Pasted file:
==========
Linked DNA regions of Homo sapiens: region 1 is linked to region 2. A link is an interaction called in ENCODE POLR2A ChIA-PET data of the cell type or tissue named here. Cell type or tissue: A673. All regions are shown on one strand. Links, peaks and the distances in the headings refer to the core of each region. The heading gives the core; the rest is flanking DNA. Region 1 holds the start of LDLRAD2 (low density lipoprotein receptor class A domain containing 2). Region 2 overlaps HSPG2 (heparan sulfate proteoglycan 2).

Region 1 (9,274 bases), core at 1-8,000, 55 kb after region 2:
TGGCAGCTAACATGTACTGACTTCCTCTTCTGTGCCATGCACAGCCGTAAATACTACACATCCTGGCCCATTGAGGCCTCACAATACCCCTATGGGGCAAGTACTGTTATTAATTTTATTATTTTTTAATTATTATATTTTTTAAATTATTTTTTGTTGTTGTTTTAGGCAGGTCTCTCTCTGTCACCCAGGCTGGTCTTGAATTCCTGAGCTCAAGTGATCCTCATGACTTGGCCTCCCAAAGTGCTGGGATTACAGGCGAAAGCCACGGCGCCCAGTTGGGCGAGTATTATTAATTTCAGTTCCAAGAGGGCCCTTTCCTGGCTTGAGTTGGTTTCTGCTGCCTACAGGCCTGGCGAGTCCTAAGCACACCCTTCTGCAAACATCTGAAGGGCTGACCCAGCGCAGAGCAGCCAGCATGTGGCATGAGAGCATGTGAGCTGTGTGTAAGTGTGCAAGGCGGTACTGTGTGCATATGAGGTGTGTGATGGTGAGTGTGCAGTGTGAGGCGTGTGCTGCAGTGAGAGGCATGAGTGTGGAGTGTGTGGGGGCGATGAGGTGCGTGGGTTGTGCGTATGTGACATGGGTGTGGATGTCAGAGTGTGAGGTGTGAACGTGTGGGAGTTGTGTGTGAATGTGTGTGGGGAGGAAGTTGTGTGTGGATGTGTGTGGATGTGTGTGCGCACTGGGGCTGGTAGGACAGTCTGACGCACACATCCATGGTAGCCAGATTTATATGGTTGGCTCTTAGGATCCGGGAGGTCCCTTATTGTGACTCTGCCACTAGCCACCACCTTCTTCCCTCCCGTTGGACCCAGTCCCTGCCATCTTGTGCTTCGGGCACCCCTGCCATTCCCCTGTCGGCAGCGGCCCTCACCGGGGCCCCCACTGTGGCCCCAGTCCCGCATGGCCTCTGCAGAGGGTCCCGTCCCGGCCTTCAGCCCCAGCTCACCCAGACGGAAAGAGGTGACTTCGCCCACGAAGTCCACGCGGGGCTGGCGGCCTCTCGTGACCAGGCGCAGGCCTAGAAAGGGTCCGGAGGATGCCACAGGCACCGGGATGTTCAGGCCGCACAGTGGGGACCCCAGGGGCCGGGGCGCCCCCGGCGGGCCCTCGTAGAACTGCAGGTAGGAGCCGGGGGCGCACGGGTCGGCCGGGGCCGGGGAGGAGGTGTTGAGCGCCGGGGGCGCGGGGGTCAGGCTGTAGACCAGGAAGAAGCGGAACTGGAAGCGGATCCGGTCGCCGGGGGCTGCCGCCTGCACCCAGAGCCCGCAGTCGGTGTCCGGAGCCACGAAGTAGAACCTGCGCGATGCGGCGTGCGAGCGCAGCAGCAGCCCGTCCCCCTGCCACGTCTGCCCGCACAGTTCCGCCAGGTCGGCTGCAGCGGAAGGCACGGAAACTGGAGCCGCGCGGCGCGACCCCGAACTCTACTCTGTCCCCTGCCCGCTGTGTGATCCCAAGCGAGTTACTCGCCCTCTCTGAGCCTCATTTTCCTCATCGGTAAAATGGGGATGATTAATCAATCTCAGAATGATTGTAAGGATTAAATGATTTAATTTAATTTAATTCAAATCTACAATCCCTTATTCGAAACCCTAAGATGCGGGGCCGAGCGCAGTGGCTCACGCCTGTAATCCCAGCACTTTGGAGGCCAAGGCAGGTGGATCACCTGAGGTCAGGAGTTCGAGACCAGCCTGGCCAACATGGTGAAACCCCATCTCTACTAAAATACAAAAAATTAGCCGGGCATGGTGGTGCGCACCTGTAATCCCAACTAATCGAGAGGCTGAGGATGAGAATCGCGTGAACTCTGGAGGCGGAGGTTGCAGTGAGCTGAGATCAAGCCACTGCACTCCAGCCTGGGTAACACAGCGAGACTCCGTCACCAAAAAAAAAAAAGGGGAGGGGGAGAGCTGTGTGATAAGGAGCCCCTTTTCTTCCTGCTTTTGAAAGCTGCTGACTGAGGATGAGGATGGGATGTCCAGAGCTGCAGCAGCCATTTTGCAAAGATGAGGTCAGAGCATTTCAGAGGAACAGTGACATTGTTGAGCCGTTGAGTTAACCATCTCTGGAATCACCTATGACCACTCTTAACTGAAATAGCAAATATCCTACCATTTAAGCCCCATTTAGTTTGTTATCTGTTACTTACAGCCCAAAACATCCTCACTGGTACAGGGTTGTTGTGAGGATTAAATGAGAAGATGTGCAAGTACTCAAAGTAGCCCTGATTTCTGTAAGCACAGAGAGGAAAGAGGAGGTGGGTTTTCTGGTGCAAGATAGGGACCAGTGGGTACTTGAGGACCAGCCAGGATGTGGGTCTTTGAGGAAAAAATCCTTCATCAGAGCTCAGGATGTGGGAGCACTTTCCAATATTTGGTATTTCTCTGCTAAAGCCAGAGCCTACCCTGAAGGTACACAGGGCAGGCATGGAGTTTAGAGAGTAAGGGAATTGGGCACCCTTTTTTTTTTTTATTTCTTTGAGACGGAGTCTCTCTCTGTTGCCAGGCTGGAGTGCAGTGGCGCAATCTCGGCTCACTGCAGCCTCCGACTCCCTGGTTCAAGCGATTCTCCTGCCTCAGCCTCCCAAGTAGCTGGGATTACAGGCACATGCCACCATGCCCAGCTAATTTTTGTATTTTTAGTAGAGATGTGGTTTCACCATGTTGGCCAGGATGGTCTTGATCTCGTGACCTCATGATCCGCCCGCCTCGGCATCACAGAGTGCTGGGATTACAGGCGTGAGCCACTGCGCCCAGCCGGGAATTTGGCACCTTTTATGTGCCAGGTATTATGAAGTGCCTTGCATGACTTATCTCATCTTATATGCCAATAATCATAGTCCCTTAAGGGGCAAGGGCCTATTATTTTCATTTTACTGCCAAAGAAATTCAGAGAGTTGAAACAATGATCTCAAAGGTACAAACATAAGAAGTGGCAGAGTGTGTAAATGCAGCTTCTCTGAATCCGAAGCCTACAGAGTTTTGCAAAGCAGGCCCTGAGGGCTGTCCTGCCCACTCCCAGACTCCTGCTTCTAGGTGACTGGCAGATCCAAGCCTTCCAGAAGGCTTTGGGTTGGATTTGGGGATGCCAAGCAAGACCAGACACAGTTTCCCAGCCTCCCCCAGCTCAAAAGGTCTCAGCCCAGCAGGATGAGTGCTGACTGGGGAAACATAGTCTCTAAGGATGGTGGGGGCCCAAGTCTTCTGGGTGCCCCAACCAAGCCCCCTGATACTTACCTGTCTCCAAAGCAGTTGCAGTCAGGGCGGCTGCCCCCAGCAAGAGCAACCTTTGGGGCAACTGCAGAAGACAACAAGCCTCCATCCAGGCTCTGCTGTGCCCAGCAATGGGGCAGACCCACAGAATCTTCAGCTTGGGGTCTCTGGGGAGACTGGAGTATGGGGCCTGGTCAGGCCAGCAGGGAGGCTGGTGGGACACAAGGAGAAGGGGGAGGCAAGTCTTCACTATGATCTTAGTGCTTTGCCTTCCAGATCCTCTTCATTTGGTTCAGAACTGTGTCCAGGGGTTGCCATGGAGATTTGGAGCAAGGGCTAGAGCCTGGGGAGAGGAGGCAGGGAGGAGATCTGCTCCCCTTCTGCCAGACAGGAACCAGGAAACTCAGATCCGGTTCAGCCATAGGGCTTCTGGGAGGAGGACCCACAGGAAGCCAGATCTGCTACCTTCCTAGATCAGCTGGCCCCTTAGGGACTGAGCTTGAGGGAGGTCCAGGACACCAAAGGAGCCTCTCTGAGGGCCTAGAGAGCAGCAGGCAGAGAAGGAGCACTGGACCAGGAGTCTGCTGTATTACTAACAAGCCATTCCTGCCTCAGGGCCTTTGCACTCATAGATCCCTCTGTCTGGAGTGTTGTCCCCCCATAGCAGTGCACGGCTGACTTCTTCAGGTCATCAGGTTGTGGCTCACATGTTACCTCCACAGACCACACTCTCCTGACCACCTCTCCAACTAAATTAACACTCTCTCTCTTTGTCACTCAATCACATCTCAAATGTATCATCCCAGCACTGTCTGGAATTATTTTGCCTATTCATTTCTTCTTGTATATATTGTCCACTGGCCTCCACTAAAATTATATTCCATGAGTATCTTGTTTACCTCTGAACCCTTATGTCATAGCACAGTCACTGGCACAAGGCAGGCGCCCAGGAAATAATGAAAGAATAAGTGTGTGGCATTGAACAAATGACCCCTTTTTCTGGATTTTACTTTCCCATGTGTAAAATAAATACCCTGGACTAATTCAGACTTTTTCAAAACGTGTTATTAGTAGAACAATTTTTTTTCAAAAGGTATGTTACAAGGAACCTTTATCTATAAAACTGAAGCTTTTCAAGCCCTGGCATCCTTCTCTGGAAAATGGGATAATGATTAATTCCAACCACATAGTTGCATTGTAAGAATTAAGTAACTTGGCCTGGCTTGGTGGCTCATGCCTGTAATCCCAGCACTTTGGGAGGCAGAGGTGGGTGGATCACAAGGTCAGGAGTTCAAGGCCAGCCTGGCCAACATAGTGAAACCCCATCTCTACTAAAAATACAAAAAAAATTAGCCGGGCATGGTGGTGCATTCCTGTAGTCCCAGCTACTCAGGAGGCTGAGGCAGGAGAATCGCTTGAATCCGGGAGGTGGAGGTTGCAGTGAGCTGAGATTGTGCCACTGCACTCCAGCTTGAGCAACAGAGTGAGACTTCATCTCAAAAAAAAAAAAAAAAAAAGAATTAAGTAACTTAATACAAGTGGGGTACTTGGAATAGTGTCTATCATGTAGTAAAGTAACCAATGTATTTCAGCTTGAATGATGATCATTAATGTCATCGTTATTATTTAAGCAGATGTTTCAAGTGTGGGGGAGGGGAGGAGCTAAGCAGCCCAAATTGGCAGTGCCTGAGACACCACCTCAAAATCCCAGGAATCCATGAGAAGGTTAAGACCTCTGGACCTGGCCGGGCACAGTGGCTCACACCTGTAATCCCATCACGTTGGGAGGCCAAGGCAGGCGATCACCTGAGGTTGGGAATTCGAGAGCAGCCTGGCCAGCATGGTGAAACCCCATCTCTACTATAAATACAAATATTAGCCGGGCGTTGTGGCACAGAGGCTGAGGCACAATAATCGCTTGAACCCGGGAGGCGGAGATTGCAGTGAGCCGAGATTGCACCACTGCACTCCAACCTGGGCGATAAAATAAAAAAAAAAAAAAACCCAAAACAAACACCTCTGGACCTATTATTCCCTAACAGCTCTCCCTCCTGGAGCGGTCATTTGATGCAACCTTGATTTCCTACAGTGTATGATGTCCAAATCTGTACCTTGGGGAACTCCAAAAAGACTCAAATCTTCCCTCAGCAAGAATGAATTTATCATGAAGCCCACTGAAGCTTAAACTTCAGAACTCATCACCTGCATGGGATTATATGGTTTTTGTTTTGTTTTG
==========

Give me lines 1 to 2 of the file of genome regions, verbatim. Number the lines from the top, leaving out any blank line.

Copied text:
Linked DNA regions of Homo sapiens: region 1 is linked to region 2. A link is an interaction called in ENCODE POLR2A ChIA-PET data of the cell type or tissue named here. Cell type or tissue: A673. All regions are shown on one strand. Links, peaks and the distances in the headings refer to the core of each region. The heading gives the core; the rest is flanking DNA. Region 1 holds the start of LDLRAD2 (low density lipoprotein receptor class A domain containing 2). Region 2 overlaps HSPG2 (heparan sulfate proteoglycan 2).

Region 1 (9,274 bases), core at 1-8,000, 55 kb after region 2: